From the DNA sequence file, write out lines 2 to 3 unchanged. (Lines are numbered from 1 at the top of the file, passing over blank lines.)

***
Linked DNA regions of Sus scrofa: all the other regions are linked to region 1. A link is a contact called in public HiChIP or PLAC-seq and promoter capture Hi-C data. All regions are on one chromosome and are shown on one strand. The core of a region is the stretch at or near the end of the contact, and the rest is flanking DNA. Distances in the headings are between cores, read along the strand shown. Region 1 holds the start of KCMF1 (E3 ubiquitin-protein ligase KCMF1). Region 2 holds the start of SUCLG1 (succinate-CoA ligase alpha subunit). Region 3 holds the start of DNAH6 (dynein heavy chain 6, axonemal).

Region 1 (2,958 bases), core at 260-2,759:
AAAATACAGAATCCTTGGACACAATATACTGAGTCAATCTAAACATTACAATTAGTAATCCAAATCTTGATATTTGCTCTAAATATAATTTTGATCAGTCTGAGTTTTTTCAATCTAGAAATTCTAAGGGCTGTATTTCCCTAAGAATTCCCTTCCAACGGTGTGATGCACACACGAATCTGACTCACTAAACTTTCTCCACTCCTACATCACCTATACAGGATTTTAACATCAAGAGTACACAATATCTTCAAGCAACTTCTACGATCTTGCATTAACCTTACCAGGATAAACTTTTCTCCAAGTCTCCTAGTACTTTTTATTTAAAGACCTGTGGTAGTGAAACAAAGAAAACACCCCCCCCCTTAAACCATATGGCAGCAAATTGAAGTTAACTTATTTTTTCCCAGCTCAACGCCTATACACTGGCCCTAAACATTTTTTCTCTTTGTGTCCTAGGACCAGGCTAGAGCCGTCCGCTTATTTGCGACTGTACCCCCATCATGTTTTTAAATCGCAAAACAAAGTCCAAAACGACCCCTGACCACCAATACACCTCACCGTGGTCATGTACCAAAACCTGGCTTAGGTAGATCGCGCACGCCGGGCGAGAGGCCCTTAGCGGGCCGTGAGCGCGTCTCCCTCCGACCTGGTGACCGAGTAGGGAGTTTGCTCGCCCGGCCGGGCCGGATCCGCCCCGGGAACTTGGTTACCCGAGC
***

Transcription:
Region 1 (2,958 bases), core at 260-2,759:
AAAATACAGAATCCTTGGACACAATATACTGAGTCAATCTAAACATTACAATTAGTAATCCAAATCTTGATATTTGCTCTAAATATAATTTTGATCAGTCTGAGTTTTTTCAATCTAGAAATTCTAAGGGCTGTATTTCCCTAAGAATTCCCTTCCAACGGTGTGATGCACACACGAATCTGACTCACTAAACTTTCTCCACTCCTACATCACCTATACAGGATTTTAACATCAAGAGTACACAATATCTTCAAGCAACTTCTACGATCTTGCATTAACCTTACCAGGATAAACTTTTCTCCAAGTCTCCTAGTACTTTTTATTTAAAGACCTGTGGTAGTGAAACAAAGAAAACACCCCCCCCCTTAAACCATATGGCAGCAAATTGAAGTTAACTTATTTTTTCCCAGCTCAACGCCTATACACTGGCCCTAAACATTTTTTCTCTTTGTGTCCTAGGACCAGGCTAGAGCCGTCCGCTTATTTGCGACTGTACCCCCATCATGTTTTTAAATCGCAAAACAAAGTCCAAAACGACCCCTGACCACCAATACACCTCACCGTGGTCATGTACCAAAACCTGGCTTAGGTAGATCGCGCACGCCGGGCGAGAGGCCCTTAGCGGGCCGTGAGCGCGTCTCCCTCCGACCTGGTGACCGAGTAGGGAGTTTGCTCGCCCGGCCGGGCCGGATCCGCCCCGGGAACTTGGTTACCCGAGC